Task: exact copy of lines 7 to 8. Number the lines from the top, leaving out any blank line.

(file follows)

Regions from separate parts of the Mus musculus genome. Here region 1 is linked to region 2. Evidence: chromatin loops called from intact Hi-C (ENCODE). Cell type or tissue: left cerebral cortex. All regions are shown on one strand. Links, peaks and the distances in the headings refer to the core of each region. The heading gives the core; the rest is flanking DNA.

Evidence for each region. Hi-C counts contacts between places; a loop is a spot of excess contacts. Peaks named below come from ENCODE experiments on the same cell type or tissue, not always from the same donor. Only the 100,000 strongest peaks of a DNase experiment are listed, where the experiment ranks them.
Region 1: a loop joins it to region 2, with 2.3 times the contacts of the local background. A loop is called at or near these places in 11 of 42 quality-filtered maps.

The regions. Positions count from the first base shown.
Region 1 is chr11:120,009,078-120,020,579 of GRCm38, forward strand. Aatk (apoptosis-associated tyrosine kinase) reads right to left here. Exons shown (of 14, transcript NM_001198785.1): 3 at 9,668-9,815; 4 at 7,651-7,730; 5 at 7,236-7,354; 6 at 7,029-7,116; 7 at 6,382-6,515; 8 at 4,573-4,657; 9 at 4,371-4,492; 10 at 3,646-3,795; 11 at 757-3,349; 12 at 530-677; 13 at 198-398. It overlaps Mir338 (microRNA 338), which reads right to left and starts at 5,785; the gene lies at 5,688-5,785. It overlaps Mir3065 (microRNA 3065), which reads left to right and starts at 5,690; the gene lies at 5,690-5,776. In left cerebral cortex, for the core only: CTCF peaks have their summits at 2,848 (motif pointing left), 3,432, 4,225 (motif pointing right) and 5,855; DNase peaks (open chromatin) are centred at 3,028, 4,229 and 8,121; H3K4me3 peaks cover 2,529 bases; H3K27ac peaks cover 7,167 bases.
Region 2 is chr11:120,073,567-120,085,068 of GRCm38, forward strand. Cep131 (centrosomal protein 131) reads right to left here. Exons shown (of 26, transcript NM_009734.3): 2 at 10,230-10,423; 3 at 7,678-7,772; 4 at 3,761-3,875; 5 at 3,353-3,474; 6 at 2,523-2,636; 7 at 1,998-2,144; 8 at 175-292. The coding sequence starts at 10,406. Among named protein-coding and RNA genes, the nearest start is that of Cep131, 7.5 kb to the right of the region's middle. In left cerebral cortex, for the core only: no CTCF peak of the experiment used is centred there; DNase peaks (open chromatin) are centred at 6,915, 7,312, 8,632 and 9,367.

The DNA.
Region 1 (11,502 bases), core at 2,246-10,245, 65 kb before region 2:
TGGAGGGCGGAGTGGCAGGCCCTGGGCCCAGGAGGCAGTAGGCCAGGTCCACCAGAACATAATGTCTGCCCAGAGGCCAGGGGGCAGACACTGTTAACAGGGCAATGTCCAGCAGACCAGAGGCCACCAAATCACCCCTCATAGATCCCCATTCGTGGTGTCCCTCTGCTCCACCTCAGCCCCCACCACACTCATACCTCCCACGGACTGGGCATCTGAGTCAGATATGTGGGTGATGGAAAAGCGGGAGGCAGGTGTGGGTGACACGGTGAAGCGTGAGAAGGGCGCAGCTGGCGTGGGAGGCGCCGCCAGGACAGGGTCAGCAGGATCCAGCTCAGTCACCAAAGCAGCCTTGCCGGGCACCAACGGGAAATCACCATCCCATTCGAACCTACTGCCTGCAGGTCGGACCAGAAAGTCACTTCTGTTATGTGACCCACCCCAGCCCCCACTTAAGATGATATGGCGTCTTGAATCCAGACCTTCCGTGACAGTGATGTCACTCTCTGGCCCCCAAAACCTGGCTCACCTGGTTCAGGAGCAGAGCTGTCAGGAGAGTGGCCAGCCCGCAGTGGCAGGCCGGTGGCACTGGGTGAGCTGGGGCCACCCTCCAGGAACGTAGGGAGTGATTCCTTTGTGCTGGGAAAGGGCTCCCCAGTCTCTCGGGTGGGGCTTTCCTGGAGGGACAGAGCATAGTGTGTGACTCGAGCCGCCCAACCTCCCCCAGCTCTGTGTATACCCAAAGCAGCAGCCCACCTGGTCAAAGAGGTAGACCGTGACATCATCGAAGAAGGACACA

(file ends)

The DNA.
Region 1 (11,502 bases), core at 2,246-10,245, 65 kb before region 2: